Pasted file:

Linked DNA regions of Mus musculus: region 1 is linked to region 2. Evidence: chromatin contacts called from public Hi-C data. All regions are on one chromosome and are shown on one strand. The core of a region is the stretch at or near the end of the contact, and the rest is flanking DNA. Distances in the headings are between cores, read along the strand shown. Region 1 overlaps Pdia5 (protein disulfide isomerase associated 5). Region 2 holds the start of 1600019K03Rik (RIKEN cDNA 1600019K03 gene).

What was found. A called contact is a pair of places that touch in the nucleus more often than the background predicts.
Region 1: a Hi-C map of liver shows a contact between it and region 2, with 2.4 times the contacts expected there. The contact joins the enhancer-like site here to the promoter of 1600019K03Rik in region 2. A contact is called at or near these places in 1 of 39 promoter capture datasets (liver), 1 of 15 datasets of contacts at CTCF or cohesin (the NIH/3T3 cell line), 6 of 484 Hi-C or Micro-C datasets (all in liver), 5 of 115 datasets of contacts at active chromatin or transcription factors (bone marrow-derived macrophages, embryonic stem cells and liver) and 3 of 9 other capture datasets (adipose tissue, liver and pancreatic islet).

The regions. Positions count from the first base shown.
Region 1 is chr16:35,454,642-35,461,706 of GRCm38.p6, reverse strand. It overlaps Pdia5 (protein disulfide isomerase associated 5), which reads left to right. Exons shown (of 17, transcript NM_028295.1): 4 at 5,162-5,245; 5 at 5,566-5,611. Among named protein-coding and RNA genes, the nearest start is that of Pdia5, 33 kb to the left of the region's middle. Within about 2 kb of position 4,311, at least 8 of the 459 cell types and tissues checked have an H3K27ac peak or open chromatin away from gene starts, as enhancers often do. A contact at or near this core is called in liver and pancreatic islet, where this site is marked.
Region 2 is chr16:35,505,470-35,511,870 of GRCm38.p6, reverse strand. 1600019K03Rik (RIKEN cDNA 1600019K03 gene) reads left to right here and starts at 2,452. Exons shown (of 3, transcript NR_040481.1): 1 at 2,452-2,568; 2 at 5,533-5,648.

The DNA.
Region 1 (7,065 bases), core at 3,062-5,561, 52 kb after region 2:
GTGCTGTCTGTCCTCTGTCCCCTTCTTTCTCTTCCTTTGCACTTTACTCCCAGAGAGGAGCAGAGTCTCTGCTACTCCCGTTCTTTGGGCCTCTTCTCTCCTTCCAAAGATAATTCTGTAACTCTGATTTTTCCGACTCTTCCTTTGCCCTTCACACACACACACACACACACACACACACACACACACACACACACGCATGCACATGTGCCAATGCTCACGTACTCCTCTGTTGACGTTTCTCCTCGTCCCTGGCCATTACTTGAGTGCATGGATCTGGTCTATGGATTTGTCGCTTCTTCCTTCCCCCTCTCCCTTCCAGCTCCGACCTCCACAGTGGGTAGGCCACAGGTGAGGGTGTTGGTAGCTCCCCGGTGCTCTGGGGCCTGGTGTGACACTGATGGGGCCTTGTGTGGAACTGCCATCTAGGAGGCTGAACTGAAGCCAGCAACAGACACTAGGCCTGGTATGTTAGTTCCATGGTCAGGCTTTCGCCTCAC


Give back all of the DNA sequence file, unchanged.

Linked DNA regions of Mus musculus: region 1 is linked to region 2. Evidence: chromatin contacts called from public Hi-C data. All regions are on one chromosome and are shown on one strand. The core of a region is the stretch at or near the end of the contact, and the rest is flanking DNA. Distances in the headings are between cores, read along the strand shown. Region 1 overlaps Pdia5 (protein disulfide isomerase associated 5). Region 2 holds the start of 1600019K03Rik (RIKEN cDNA 1600019K03 gene).

What was found. A called contact is a pair of places that touch in the nucleus more often than the background predicts.
Region 1: a Hi-C map of liver shows a contact between it and region 2, with 2.4 times the contacts expected there. The contact joins the enhancer-like site here to the promoter of 1600019K03Rik in region 2. A contact is called at or near these places in 1 of 39 promoter capture datasets (liver), 1 of 15 datasets of contacts at CTCF or cohesin (the NIH/3T3 cell line), 6 of 484 Hi-C or Micro-C datasets (all in liver), 5 of 115 datasets of contacts at active chromatin or transcription factors (bone marrow-derived macrophages, embryonic stem cells and liver) and 3 of 9 other capture datasets (adipose tissue, liver and pancreatic islet).

The regions. Positions count from the first base shown.
Region 1 is chr16:35,454,642-35,461,706 of GRCm38.p6, reverse strand. It overlaps Pdia5 (protein disulfide isomerase associated 5), which reads left to right. Exons shown (of 17, transcript NM_028295.1): 4 at 5,162-5,245; 5 at 5,566-5,611. Among named protein-coding and RNA genes, the nearest start is that of Pdia5, 33 kb to the left of the region's middle. Within about 2 kb of position 4,311, at least 8 of the 459 cell types and tissues checked have an H3K27ac peak or open chromatin away from gene starts, as enhancers often do. A contact at or near this core is called in liver and pancreatic islet, where this site is marked.
Region 2 is chr16:35,505,470-35,511,870 of GRCm38.p6, reverse strand. 1600019K03Rik (RIKEN cDNA 1600019K03 gene) reads left to right here and starts at 2,452. Exons shown (of 3, transcript NR_040481.1): 1 at 2,452-2,568; 2 at 5,533-5,648.

The DNA.
Region 1 (7,065 bases), core at 3,062-5,561, 52 kb after region 2:
GTGCTGTCTGTCCTCTGTCCCCTTCTTTCTCTTCCTTTGCACTTTACTCCCAGAGAGGAGCAGAGTCTCTGCTACTCCCGTTCTTTGGGCCTCTTCTCTCCTTCCAAAGATAATTCTGTAACTCTGATTTTTCCGACTCTTCCTTTGCCCTTCACACACACACACACACACACACACACACACACACACACACACACGCATGCACATGTGCCAATGCTCACGTACTCCTCTGTTGACGTTTCTCCTCGTCCCTGGCCATTACTTGAGTGCATGGATCTGGTCTATGGATTTGTCGCTTCTTCCTTCCCCCTCTCCCTTCCAGCTCCGACCTCCACAGTGGGTAGGCCACAGGTGAGGGTGTTGGTAGCTCCCCGGTGCTCTGGGGCCTGGTGTGACACTGATGGGGCCTTGTGTGGAACTGCCATCTAGGAGGCTGAACTGAAGCCAGCAACAGACACTAGGCCTGGTATGTTAGTTCCATGGTCAGGCTTTCGCCTCAC